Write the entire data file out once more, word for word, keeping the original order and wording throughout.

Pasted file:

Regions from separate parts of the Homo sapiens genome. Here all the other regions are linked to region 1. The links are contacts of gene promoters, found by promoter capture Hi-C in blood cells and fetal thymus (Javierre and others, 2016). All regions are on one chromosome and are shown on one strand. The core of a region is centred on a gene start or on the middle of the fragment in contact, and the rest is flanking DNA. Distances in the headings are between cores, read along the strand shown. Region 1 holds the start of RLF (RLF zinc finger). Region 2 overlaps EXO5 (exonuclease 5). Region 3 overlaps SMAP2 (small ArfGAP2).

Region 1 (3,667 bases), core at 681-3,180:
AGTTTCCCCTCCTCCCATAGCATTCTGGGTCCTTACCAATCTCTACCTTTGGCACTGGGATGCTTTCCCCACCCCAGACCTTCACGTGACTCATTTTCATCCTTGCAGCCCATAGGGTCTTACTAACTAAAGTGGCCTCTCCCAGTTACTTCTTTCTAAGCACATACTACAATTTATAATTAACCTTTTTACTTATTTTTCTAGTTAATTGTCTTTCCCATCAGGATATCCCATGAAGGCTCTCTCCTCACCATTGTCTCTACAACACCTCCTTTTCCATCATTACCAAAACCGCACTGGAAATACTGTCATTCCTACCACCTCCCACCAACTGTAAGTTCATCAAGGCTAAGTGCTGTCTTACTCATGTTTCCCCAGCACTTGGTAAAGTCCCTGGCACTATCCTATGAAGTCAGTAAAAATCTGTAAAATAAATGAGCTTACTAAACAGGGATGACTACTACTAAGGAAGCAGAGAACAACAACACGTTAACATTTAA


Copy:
Regions from separate parts of the Homo sapiens genome. Here all the other regions are linked to region 1. The links are contacts of gene promoters, found by promoter capture Hi-C in blood cells and fetal thymus (Javierre and others, 2016). All regions are on one chromosome and are shown on one strand. The core of a region is centred on a gene start or on the middle of the fragment in contact, and the rest is flanking DNA. Distances in the headings are between cores, read along the strand shown. Region 1 holds the start of RLF (RLF zinc finger). Region 2 overlaps EXO5 (exonuclease 5). Region 3 overlaps SMAP2 (small ArfGAP2).

Region 1 (3,667 bases), core at 681-3,180:
AGTTTCCCCTCCTCCCATAGCATTCTGGGTCCTTACCAATCTCTACCTTTGGCACTGGGATGCTTTCCCCACCCCAGACCTTCACGTGACTCATTTTCATCCTTGCAGCCCATAGGGTCTTACTAACTAAAGTGGCCTCTCCCAGTTACTTCTTTCTAAGCACATACTACAATTTATAATTAACCTTTTTACTTATTTTTCTAGTTAATTGTCTTTCCCATCAGGATATCCCATGAAGGCTCTCTCCTCACCATTGTCTCTACAACACCTCCTTTTCCATCATTACCAAAACCGCACTGGAAATACTGTCATTCCTACCACCTCCCACCAACTGTAAGTTCATCAAGGCTAAGTGCTGTCTTACTCATGTTTCCCCAGCACTTGGTAAAGTCCCTGGCACTATCCTATGAAGTCAGTAAAAATCTGTAAAATAAATGAGCTTACTAAACAGGGATGACTACTACTAAGGAAGCAGAGAACAACAACACGTTAACATTTAA